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Thunderstorm warning as torrential rain to hit UK ahead of weekend of sunshine - making it hotter than Portugal
1 September 2023, 13:18
A thunderstorm warning has been issued as torrential rain is set to thrash parts of the UK ahead of the arrival of a mini-heatwave.
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The Met Office issued the yellow weather warning for Friday between 1pm and 7pm, with the heavy downpours and strong winds expected to cause travel disruption throughout the afternoon.
The East of England are expected to be worst hit, including Essex, Southend-on-Sea, Suffolk and Thurrock.
It comes ahead of a mini-heatwave, with temperatures set to soar as high as 27C next week - making the UK hotter than Portugal.
The Environment Agency issued 15 flood warnings and 54 flood alerts ahead of the weekend to prepare Brits for the rain.
Want to know what the weather has in store this weekend? Here's Alex with the latest forecast 👇 pic.twitter.com/bRWCBz6XPL— Met Office (@metoffice) August 31, 2023
The Met Office's Alex Deakin said: "Drier, sunnier, warmer weather is on the way for the weekend, but the charts initially don't look too promising.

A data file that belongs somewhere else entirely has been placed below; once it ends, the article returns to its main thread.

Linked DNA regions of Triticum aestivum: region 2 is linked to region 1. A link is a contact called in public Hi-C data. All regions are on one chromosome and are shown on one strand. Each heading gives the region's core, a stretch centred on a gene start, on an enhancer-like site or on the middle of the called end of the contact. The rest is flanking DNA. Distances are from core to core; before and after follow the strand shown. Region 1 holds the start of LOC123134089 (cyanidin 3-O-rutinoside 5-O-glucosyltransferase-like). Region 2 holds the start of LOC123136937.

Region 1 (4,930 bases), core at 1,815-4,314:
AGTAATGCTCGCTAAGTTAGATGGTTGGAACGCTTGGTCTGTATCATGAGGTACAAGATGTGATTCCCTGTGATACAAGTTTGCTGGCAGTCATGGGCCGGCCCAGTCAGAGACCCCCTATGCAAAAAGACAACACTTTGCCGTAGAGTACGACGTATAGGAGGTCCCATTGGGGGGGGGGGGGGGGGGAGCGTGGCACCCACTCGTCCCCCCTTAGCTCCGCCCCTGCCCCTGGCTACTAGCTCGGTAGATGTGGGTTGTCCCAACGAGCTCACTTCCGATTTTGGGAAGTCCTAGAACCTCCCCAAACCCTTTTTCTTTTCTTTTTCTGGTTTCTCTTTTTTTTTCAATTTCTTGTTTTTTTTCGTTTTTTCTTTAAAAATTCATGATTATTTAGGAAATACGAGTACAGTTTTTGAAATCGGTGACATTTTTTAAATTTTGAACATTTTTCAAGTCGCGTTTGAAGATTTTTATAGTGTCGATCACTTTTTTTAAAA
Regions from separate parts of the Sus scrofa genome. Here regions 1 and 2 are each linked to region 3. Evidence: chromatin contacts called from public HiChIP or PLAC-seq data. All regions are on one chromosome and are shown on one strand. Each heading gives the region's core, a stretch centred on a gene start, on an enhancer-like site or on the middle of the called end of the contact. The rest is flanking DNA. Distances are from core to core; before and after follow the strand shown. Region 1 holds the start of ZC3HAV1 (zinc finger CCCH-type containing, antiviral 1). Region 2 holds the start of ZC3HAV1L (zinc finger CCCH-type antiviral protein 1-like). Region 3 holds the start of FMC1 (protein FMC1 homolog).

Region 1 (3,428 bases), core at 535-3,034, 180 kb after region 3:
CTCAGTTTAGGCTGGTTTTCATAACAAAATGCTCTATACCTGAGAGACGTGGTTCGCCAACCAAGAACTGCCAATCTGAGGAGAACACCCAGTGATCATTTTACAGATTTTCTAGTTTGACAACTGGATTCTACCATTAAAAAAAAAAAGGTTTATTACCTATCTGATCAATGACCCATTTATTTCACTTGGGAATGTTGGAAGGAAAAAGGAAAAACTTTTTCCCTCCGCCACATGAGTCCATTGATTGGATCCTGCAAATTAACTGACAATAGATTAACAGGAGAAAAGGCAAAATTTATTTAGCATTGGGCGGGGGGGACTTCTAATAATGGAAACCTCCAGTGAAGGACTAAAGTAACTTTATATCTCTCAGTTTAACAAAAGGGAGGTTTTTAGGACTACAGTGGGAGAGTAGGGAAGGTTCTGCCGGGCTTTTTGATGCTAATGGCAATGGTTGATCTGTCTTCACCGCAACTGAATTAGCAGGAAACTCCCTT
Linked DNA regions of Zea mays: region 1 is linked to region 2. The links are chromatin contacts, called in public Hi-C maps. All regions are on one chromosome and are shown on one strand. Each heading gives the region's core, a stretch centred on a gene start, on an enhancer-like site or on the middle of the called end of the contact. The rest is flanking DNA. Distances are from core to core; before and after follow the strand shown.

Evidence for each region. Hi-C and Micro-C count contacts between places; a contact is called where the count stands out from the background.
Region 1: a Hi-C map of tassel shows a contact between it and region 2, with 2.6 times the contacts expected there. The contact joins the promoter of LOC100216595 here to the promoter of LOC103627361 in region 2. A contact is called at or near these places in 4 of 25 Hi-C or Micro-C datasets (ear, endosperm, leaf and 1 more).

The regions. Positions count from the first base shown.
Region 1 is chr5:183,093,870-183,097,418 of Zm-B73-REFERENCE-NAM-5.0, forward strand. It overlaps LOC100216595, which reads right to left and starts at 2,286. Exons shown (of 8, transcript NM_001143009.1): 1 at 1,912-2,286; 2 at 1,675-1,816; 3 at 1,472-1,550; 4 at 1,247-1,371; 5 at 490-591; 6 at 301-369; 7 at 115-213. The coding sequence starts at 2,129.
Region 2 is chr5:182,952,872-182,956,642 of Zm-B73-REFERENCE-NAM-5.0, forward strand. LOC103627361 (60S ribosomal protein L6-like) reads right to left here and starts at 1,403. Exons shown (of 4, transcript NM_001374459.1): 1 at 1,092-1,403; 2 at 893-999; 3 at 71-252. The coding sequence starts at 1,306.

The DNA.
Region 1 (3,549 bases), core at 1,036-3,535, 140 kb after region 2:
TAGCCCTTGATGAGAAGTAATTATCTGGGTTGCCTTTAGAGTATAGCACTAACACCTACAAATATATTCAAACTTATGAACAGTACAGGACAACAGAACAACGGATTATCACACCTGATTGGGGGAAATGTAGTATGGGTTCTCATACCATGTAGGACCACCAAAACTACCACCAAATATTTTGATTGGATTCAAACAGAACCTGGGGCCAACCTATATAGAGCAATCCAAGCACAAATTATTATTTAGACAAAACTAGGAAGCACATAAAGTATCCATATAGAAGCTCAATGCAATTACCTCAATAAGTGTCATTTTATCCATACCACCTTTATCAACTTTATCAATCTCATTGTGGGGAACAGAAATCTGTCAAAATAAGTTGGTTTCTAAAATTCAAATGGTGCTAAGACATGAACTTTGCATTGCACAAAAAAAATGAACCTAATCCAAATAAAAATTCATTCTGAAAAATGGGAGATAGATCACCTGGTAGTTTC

"We've got low pressure sitting across the UK and another one up towards the northwest.
"Quite an intense warm this, it's heading its way up towards Greenland.
"And actually that one is allowing high pressure to topple in further south and oust the low that's sitting across us at the moment.
"And this high will bring many of us a fine weekend and probably into the early part of next week as well."
Brightening up in many places this afternoon, but with a chance of showers, these locally heavy— Met Office (@metoffice) September 1, 2023
Staying grey and cooler in northeast England and Northern Ireland with drizzly outbreaks
Temperatures generally close to average but feeling humid in any sunshine with light winds pic.twitter.com/fohpdKwRpp
The turn in temperatures comes as the UK enters meteorological autumn.
It is partly down to the impact of Hurricane Franklin, which hit Bermuda with winds of up to 105mph on Wednesday.
The tropical storm caused a flow of warm air to move north from southern Europe, the Met Office said.